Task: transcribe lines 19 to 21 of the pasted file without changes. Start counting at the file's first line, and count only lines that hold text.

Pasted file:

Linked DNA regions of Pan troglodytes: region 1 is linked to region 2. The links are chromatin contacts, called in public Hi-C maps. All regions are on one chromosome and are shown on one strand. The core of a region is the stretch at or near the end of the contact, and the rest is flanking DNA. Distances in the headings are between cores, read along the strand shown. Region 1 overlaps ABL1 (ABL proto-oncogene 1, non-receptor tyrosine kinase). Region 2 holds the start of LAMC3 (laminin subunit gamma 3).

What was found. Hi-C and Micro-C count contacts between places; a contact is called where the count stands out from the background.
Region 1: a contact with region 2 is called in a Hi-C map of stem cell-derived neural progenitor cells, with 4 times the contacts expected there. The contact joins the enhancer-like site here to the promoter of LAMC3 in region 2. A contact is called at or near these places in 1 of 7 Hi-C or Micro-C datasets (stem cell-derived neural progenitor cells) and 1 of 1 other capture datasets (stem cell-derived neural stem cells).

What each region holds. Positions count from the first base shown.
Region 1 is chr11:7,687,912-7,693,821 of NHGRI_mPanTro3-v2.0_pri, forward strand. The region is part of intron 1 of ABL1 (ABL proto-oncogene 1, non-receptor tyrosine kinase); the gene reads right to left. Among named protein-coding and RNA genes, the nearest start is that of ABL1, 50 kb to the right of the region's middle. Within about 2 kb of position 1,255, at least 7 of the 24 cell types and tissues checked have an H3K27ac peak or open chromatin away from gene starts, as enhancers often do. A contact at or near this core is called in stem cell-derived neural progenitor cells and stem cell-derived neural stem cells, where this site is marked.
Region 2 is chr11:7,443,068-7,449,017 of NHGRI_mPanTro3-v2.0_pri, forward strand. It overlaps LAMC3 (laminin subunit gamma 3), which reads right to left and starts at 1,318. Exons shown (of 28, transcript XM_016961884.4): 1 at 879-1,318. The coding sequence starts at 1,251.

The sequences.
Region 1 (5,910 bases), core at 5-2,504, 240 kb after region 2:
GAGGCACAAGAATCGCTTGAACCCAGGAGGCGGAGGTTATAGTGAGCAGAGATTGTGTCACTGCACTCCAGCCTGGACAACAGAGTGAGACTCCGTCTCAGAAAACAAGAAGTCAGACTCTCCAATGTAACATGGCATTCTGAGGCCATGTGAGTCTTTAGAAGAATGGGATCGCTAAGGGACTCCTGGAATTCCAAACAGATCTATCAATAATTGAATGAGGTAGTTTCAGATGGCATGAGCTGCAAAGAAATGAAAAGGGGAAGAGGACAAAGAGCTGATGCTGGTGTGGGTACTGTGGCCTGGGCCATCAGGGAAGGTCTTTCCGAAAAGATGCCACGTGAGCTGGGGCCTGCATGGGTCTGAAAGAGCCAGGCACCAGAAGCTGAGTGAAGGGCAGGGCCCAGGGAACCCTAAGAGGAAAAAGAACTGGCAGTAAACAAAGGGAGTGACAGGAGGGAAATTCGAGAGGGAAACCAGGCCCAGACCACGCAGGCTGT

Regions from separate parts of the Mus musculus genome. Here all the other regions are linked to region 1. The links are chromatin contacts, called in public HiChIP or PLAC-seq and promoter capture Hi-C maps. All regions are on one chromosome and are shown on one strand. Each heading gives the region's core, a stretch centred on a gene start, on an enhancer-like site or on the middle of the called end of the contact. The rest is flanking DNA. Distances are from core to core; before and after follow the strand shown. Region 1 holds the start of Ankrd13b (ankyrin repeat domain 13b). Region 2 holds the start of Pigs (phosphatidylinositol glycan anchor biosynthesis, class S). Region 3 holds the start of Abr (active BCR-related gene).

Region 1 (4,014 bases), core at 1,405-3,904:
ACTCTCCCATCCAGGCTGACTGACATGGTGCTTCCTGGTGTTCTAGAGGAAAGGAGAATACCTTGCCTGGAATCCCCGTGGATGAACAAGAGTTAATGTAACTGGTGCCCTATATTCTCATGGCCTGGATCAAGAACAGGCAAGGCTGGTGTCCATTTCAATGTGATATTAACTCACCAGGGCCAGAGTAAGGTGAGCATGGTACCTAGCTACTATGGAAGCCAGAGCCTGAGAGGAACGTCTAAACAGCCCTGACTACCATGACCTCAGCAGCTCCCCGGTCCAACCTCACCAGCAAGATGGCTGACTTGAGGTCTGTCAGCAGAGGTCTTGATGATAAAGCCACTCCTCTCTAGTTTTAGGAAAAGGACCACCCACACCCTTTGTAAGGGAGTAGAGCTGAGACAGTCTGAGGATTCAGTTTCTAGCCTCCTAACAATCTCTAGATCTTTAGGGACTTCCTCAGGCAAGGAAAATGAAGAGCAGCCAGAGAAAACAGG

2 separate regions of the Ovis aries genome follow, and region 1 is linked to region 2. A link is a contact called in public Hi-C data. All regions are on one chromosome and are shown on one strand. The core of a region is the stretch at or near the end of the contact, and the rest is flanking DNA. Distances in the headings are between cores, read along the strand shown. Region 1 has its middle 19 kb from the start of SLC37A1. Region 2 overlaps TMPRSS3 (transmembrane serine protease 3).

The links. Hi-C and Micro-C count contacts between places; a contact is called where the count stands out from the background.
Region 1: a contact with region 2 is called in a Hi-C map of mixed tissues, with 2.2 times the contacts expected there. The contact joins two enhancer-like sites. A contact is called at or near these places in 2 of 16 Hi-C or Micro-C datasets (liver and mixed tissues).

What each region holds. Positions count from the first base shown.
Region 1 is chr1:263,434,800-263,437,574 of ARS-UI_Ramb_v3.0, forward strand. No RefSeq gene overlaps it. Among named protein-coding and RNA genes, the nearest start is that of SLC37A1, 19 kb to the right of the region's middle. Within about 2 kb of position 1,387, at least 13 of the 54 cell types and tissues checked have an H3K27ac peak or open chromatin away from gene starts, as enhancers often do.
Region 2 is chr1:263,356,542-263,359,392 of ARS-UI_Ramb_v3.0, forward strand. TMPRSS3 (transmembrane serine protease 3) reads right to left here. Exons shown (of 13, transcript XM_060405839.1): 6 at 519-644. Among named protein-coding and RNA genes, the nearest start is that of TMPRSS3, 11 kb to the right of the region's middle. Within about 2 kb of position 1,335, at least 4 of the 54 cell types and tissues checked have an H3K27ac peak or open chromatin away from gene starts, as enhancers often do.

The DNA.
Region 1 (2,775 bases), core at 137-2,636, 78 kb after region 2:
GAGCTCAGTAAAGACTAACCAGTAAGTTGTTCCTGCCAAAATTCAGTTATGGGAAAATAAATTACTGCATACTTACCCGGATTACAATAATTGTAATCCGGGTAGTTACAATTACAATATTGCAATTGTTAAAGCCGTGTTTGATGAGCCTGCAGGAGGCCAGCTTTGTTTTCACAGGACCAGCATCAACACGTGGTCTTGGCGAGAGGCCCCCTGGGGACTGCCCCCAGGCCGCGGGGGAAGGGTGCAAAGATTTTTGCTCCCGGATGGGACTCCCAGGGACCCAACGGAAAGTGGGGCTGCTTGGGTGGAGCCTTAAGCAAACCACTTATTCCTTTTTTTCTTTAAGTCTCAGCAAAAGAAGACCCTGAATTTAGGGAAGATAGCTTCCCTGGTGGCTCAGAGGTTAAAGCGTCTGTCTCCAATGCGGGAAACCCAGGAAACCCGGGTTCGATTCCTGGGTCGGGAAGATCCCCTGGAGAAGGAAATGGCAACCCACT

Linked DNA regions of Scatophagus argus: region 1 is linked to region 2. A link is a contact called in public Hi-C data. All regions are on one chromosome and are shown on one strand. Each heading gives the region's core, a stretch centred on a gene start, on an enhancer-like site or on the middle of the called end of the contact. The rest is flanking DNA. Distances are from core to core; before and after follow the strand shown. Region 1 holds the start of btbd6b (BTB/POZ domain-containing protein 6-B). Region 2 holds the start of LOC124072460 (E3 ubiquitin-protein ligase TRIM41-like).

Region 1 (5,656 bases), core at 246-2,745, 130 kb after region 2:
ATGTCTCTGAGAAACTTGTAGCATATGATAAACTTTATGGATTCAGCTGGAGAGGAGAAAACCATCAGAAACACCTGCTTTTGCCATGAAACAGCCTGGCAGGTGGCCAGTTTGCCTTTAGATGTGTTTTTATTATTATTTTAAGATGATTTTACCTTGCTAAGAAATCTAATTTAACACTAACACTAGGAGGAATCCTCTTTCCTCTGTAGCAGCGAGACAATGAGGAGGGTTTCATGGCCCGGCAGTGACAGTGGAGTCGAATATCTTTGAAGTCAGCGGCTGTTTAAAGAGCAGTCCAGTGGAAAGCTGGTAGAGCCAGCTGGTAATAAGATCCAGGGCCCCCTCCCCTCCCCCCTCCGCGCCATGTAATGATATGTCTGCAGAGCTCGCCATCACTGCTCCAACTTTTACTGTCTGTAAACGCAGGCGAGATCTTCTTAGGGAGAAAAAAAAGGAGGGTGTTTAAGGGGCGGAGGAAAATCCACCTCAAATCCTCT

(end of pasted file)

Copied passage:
The DNA.
Region 1 (2,775 bases), core at 137-2,636, 78 kb after region 2:
GAGCTCAGTAAAGACTAACCAGTAAGTTGTTCCTGCCAAAATTCAGTTATGGGAAAATAAATTACTGCATACTTACCCGGATTACAATAATTGTAATCCGGGTAGTTACAATTACAATATTGCAATTGTTAAAGCCGTGTTTGATGAGCCTGCAGGAGGCCAGCTTTGTTTTCACAGGACCAGCATCAACACGTGGTCTTGGCGAGAGGCCCCCTGGGGACTGCCCCCAGGCCGCGGGGGAAGGGTGCAAAGATTTTTGCTCCCGGATGGGACTCCCAGGGACCCAACGGAAAGTGGGGCTGCTTGGGTGGAGCCTTAAGCAAACCACTTATTCCTTTTTTTCTTTAAGTCTCAGCAAAAGAAGACCCTGAATTTAGGGAAGATAGCTTCCCTGGTGGCTCAGAGGTTAAAGCGTCTGTCTCCAATGCGGGAAACCCAGGAAACCCGGGTTCGATTCCTGGGTCGGGAAGATCCCCTGGAGAAGGAAATGGCAACCCACT